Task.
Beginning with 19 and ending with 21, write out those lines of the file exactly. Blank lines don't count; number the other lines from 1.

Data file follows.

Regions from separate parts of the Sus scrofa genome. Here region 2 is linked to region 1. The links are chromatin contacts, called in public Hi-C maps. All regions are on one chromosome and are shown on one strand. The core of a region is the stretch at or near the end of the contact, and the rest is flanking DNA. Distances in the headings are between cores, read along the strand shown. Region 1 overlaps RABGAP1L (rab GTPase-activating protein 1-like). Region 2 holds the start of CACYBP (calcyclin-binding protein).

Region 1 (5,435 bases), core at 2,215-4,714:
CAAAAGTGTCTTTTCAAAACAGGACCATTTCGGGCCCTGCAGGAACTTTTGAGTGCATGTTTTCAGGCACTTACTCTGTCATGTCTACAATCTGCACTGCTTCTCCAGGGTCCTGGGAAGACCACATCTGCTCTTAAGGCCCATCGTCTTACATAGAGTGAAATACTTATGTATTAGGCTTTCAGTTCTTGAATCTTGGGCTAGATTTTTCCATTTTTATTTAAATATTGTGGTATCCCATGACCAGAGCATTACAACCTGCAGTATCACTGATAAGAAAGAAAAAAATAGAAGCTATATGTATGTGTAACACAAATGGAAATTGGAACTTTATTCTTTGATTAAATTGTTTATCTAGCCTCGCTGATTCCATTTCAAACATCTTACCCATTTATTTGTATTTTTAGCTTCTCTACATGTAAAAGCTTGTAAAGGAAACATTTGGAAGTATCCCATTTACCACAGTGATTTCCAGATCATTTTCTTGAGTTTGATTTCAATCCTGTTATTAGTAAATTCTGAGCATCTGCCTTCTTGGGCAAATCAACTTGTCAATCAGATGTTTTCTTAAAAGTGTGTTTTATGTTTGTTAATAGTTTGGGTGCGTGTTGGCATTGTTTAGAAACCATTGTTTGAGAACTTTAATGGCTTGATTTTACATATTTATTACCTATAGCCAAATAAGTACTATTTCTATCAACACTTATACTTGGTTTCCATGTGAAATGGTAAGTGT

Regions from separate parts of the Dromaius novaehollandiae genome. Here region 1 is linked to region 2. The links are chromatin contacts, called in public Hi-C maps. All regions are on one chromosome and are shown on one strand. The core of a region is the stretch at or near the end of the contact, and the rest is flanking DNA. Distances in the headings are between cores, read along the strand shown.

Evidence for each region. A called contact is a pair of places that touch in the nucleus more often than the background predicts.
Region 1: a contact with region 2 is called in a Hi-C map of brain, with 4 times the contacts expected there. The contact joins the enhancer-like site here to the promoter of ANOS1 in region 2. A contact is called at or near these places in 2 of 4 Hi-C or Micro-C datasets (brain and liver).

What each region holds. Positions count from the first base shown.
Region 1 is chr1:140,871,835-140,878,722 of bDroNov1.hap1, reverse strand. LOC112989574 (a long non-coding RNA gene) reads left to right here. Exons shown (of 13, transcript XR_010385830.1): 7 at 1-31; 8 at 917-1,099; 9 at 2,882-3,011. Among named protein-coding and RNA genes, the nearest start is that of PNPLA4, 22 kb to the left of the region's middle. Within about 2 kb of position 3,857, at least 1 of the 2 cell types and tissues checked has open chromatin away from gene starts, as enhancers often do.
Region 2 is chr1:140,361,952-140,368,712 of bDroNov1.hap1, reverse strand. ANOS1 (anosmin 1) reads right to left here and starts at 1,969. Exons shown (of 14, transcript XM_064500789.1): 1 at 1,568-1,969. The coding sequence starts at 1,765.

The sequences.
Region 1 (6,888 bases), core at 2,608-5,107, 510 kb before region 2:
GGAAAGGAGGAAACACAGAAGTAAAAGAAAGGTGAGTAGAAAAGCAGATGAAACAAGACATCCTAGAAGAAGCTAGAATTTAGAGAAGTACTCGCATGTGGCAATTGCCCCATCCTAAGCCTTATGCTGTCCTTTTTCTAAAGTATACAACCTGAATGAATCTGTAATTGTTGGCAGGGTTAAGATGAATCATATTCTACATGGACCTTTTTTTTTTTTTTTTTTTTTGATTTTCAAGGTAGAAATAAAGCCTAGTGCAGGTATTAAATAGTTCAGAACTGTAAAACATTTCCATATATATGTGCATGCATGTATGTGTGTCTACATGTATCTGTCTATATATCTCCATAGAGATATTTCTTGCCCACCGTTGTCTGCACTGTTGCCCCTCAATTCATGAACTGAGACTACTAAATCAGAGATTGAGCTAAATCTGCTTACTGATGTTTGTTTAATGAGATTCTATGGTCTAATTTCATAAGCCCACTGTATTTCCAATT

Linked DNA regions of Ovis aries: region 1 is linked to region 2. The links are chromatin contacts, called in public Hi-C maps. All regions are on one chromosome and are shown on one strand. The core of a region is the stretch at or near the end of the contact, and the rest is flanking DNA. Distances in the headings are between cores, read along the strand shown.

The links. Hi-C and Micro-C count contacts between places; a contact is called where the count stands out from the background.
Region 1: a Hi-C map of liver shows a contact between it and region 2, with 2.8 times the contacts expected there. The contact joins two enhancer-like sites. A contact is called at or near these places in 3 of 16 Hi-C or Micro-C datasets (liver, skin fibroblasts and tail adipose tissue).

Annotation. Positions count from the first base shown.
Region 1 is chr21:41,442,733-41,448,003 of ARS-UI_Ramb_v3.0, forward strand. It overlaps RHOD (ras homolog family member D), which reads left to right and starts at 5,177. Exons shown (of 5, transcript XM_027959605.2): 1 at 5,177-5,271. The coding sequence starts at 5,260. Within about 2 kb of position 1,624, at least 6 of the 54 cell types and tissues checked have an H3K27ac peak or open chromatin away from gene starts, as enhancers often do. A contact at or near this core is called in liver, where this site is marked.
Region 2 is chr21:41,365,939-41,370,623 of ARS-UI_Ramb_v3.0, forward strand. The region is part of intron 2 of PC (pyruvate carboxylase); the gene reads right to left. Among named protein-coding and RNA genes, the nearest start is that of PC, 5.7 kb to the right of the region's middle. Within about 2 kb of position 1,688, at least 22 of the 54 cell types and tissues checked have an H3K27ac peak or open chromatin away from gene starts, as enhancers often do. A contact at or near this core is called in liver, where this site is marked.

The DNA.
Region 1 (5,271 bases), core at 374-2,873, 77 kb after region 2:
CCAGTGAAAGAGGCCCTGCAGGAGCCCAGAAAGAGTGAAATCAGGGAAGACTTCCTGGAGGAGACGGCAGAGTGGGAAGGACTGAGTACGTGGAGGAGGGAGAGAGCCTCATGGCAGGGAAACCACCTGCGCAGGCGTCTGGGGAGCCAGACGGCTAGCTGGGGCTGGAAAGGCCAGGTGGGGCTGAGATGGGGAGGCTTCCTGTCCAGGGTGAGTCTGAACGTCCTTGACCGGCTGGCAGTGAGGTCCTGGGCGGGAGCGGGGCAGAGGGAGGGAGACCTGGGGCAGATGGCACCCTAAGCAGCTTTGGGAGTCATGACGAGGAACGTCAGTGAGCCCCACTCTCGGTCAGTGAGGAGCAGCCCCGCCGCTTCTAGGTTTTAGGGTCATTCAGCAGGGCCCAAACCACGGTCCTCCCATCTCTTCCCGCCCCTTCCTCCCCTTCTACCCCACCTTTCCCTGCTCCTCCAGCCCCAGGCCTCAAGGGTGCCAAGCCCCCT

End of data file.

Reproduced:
The DNA.
Region 1 (5,271 bases), core at 374-2,873, 77 kb after region 2:
CCAGTGAAAGAGGCCCTGCAGGAGCCCAGAAAGAGTGAAATCAGGGAAGACTTCCTGGAGGAGACGGCAGAGTGGGAAGGACTGAGTACGTGGAGGAGGGAGAGAGCCTCATGGCAGGGAAACCACCTGCGCAGGCGTCTGGGGAGCCAGACGGCTAGCTGGGGCTGGAAAGGCCAGGTGGGGCTGAGATGGGGAGGCTTCCTGTCCAGGGTGAGTCTGAACGTCCTTGACCGGCTGGCAGTGAGGTCCTGGGCGGGAGCGGGGCAGAGGGAGGGAGACCTGGGGCAGATGGCACCCTAAGCAGCTTTGGGAGTCATGACGAGGAACGTCAGTGAGCCCCACTCTCGGTCAGTGAGGAGCAGCCCCGCCGCTTCTAGGTTTTAGGGTCATTCAGCAGGGCCCAAACCACGGTCCTCCCATCTCTTCCCGCCCCTTCCTCCCCTTCTACCCCACCTTTCCCTGCTCCTCCAGCCCCAGGCCTCAAGGGTGCCAAGCCCCCT